Recently, Nate began teaching my 11 year-old son how to play the banjo that he just got for Christmas. Thinking that he is no good, my son has decided, after three lessons, to quit banjo forever. My son reasons that compared to Nate, and compared to his cousin (another beginning student), he is not very good. Nate explained to my son that Craig Miner is better than he is. He then said, “Should I therefore just throw my banjo into the fire? Just because I am not as good as Craig, should I just give up and be nothing?”

I thought about that a lot. Nate has done so much good all over the world because he plays the banjo so well! It would be unthinkable that he should quit just because there exists some other person who happens to be better than he is!

I have this nagging habit of constantly comparing myself to other women in the church. I don’t do it with any malice. I just know and recognize that I am not as good as so and so at ____________. Therefore, I should not have this calling, these children, this house, this car, this body, etc. etc. I talk myself out of a whole lot of good because I am not the “best.”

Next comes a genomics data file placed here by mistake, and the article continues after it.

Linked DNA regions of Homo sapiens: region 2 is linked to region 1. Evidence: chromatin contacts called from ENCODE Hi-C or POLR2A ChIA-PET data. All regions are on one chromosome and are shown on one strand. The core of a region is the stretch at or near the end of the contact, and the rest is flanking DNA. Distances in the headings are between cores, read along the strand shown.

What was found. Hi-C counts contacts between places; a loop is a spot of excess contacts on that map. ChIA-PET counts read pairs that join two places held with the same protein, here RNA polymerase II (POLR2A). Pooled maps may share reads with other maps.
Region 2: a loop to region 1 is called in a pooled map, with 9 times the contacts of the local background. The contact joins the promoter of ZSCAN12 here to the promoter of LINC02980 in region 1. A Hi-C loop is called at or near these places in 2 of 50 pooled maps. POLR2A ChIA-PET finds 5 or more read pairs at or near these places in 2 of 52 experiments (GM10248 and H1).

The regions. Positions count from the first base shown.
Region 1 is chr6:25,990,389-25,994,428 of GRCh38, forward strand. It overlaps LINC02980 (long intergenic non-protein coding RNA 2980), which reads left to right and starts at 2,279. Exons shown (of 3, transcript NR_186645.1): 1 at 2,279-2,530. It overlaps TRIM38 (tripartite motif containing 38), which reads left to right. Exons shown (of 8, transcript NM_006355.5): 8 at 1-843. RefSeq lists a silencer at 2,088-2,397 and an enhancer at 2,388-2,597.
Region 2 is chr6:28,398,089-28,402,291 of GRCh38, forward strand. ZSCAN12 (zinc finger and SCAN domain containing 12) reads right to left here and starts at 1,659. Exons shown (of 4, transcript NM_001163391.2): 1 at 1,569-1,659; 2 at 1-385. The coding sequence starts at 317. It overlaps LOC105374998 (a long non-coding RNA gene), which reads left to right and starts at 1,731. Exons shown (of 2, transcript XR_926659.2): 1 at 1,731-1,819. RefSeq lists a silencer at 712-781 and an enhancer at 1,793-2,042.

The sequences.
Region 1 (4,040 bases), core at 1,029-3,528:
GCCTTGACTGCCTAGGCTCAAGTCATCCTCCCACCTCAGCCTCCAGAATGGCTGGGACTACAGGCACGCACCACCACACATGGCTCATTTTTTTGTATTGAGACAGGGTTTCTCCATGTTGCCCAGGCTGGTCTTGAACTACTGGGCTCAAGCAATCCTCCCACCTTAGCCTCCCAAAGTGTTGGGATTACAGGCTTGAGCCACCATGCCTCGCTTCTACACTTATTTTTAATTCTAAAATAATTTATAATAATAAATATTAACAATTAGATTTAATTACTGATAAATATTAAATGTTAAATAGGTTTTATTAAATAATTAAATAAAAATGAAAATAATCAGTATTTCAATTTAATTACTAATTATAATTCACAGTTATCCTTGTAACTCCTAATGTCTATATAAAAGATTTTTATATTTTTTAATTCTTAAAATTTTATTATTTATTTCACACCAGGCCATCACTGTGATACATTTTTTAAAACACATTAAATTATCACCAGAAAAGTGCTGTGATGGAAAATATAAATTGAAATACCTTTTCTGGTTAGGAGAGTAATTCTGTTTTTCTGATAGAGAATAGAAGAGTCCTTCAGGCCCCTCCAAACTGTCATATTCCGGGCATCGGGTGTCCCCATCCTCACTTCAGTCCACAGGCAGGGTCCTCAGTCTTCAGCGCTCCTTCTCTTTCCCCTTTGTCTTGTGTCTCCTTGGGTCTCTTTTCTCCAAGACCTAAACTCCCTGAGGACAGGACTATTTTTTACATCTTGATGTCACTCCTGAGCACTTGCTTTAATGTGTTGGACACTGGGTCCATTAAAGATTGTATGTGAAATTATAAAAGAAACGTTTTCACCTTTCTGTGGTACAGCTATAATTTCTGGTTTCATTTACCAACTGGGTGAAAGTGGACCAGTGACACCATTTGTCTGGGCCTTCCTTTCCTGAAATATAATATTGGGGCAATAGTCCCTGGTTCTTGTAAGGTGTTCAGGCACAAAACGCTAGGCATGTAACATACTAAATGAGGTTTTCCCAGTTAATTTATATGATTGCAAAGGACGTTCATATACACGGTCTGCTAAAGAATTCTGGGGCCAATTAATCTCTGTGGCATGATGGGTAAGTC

I think the “right track principle” can be applied here. If we are all in this together, and yet, each on his own journey, then it doesn’t matter how good I am at something! I’m still on the right track! I am in the right place at the right time and I am doing my personal best. As I endure to the end, I will gain speed, accuracy, strength and skill. But no matter where I am now, or later, I am still doing good, just by being there! And who knows? I might just be providing the example that someone else on the track needs to keep going! Or maybe I am an example to some outside the track who see me go in each morning and see me come out with a smile! Maybe they are wondering, “Hey, what am I missing in there?”

So, whenever you are tempted to compare yourself to someone else or if ever you decide that your current level of skills and gifts are not “good enough” to share or to build the kingdom, remember! Don’t chuck your banjo in the fire! Just keep on going! You’re on the right track!

P.S. For anyone who has already read this, forgive me. It's been on my mind lately and I thought I'd share it with the new readers too. Thanks!

Monday, August 30, 2010

Back to School!

This year was the best back to school shopping ever. The kids had earned and saved up their own money to pay for their supplies/clothes. After the shopping trip, one daughter said, "I feel proud of myself!" It's a good thing they paid for themselves, because the school "fees" just about broke us! (over $1200 for seven kids in public school!). We'll have to start budgeting for school fees year round.

This song from Tarzan ("You'll be in My Heart") is "my" song with my kids. Every time I hear it, I think of each one of them and my heart smiles. I wanted to dedicate this song to each of them now as they start the school year. No matter where they are, they are still in my heart always.

Friday, July 16, 2010

The Supposed Inefficiency of Manual Sprinklers